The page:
The Technium

Cosmic Origins of Extropy

Technology is the visible extension of an archaic force which runs up in time while the universe runs down.

Technology is the latest chapter in a continuous story that builds up order, structure, freedom, possibilities and good against the inescapable black drain of entropy. While the universe cools and dies, the spreading differential of life (and technology) warms up a greater portion of cosmic coldness.

This rising flow, called extropy, enlivens our current technology on earth but was first birthed in the unlikely genesis of the universe 12 billion years ago. In that way all machines trace their origins to the big bang; Technology is a cosmic force.

As primeval matter swirled into galaxies, extropy rose as stuff gathered into life and finally unleashed its full power as self-consciousness mindfulness. Extropy is now unfolding the technium – the autonomous planetary technological system created by our minds. It is this awakening sphere of technology which is so altering our planet, shaping our history, and disturbing the universe.


Everything we find interesting and good in the cosmos – living organisms, civilization, communities, intelligence, evolution itself – has the strong hand of entropy running through it. While the cosmic background slips away to its eternal rest, the energy coursing through these systems flings forward an unbroken sequence of ever unlikely existences. By the normal calculus of entropy, the appearance of both kangaroos and 747s should be impossible. And yet their unlikely existences, and the surprising appearance of any extropic organization that stands upright in the stream of heat death, serves as a platform for yet newer ways to continue the story of unlikely possibilities.

Our global technium is the current stage of this story. It is the mythic midpoint between a cascade of extropic organization reaching back to the genesis of the universe, and forward to an unseen “next’.

If we follow the trajectory of this very long continuum, it suggests not only a future, but a destiny as well. It is a course in which we humans will play a role but we are still determining our exact role. At every stage in this long continuum, choices are expanded and freedom to be is enlarged.

  • Barry Kort

    Long before I ever heard of funky terms like ‘extropy’ or ‘entropy gradient reversal’ I was fascinated by an obscure mathematical concept known as Fixed Point Theory.

    A lot of computer algorithms are designed to compute fixed points by some kind of iterative calculation. Indeed, Newton himself gave such an iterative algorithm for finding the roots of differentiable functions.

    Some years ago, I wrote an essay connecting Fixed Point Theory to the phenomenon which Kevin calls Extropy.

    The essay is named after an important mathematical theorem about Fixed Points, but addresses the roles it plays in the emergence of complex systems (notably including life itself).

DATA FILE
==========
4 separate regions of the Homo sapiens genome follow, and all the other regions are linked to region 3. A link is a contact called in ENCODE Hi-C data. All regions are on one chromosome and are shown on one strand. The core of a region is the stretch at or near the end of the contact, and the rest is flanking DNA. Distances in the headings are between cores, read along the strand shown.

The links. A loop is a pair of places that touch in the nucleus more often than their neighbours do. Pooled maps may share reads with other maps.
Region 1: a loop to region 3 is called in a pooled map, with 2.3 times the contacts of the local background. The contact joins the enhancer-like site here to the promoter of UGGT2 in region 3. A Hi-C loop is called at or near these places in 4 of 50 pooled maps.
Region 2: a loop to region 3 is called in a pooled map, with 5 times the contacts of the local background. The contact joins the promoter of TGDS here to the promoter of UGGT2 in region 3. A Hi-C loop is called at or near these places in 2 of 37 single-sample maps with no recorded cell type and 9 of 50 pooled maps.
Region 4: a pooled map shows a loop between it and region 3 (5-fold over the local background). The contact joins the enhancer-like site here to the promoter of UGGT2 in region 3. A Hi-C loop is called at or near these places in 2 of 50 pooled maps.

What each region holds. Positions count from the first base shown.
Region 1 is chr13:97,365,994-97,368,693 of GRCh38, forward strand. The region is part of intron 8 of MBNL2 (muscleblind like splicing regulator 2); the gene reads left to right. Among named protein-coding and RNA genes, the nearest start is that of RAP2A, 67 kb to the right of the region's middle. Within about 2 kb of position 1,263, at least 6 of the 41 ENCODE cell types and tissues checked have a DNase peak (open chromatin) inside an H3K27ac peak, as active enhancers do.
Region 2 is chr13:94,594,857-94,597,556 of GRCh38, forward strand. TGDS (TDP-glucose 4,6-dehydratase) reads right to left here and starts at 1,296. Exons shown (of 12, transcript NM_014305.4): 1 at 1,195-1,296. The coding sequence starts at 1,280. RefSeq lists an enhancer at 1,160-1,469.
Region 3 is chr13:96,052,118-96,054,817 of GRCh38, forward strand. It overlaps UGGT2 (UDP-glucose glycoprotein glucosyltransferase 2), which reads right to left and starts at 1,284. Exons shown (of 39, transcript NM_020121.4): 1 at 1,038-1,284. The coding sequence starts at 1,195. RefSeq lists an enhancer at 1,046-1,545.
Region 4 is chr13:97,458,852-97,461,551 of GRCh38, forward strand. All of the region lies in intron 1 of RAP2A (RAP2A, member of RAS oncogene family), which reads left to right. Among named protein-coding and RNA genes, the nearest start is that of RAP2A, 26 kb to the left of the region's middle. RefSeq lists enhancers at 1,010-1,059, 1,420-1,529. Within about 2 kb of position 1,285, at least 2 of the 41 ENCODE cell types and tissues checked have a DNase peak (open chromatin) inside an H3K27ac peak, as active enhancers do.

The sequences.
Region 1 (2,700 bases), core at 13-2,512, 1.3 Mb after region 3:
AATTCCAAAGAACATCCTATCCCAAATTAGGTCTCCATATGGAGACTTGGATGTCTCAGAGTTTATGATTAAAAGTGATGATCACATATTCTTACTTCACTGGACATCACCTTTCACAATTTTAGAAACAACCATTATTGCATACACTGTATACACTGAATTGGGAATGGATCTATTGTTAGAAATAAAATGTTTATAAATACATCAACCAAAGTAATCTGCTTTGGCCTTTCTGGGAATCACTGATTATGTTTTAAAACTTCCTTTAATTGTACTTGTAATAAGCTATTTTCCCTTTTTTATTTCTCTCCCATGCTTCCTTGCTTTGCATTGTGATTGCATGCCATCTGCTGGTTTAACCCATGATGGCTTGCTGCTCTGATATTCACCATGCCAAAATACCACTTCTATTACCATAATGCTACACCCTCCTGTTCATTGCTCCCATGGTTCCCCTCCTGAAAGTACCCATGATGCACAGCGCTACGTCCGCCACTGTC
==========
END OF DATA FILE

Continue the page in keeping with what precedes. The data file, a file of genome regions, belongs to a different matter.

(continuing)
“The Brouwer-Kakutani Fixed Point Theorem”

  • Berend Schotanus

    Yesterday I have read your post “Extropy” (written 5 years later than this one) and I have been thinking it over all night. I am excited, even when I maybe reach a different conclusion than you do.

    Let me first say the concept of extropy is new and extremely appealing to me. It summarizes in one word the paradox of life that seemingly does things that challenges the laws of physics. And on top of that it also encloses both “natural” life and “artificial” technology, two concepts that, until now, always have been seen as opposites of each other.

    My conclusion would be that extropy isn’t part of physics at all. I would rather see it as a rare, powerful, mathematically valid “exception” that allows to circumvent the laws of physics. It is inherently metaphysical. Extropy (as you say in your next article) is carried by information. Information can jump (copy itself) from one set of atoms to another set. These sets of atoms have to, at least temporarily, obey the laws of physics but the information can get away with things that are physically impossible.
    This might explain the enormous diversity and complexity of extropy, this is simply needed to stay ahead of the laws of physics and prevent entropy to reverse the system to its normal state. I guess it is impossible to catch extropy in a simple set of physical, or physics like, rules. Once you try to do that you cancel the exception and the system reverts to its normal state of entropy. Which explains why rigid one-truth systems in technology are so vulnerable for failure.

  • david kuller

    I’ve only just begun reading over your essays, very interesting. I was pointed here by Bob Lefsetz.

    I highly recommend the book “Lila” by Pirsig (yes the same one who wrote “Zen and the Art of Motorcycle Maintenance”). This is the only serious book I’ve read that constructively arrives at a conclusion which I seem to be seeing throughout your essays so far – that is how evolution works in a universe governed by the laws of thermodynamics (where entropy should prevail?)


  • LeegleechN

    Kangaroos and 747s are not at all surprising when you consider the unimaginably large increase of entropy radiating from the sun that’s been necessary for them to come about.